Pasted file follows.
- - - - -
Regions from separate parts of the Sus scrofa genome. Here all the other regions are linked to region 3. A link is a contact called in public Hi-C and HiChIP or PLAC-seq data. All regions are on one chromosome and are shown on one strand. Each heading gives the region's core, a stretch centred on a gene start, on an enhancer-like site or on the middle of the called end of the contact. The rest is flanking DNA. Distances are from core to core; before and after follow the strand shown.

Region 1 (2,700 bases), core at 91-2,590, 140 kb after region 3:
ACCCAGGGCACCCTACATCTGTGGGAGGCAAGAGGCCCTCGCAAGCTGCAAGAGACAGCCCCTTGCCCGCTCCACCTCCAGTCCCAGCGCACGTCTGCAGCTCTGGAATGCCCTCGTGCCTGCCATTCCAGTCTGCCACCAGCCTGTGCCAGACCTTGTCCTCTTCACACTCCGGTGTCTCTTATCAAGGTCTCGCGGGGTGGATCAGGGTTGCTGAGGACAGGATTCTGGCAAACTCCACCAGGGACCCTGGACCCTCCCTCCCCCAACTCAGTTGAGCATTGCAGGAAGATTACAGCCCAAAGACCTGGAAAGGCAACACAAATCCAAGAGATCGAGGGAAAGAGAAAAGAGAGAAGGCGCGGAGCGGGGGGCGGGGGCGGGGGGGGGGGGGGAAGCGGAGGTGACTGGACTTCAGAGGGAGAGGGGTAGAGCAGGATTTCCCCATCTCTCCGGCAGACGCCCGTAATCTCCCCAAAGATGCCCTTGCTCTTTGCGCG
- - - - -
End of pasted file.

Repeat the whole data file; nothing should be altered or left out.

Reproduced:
Regions from separate parts of the Sus scrofa genome. Here all the other regions are linked to region 3. A link is a contact called in public Hi-C and HiChIP or PLAC-seq data. All regions are on one chromosome and are shown on one strand. Each heading gives the region's core, a stretch centred on a gene start, on an enhancer-like site or on the middle of the called end of the contact. The rest is flanking DNA. Distances are from core to core; before and after follow the strand shown.

Region 1 (2,700 bases), core at 91-2,590, 140 kb after region 3:
ACCCAGGGCACCCTACATCTGTGGGAGGCAAGAGGCCCTCGCAAGCTGCAAGAGACAGCCCCTTGCCCGCTCCACCTCCAGTCCCAGCGCACGTCTGCAGCTCTGGAATGCCCTCGTGCCTGCCATTCCAGTCTGCCACCAGCCTGTGCCAGACCTTGTCCTCTTCACACTCCGGTGTCTCTTATCAAGGTCTCGCGGGGTGGATCAGGGTTGCTGAGGACAGGATTCTGGCAAACTCCACCAGGGACCCTGGACCCTCCCTCCCCCAACTCAGTTGAGCATTGCAGGAAGATTACAGCCCAAAGACCTGGAAAGGCAACACAAATCCAAGAGATCGAGGGAAAGAGAAAAGAGAGAAGGCGCGGAGCGGGGGGCGGGGGCGGGGGGGGGGGGGGAAGCGGAGGTGACTGGACTTCAGAGGGAGAGGGGTAGAGCAGGATTTCCCCATCTCTCCGGCAGACGCCCGTAATCTCCCCAAAGATGCCCTTGCTCTTTGCGCG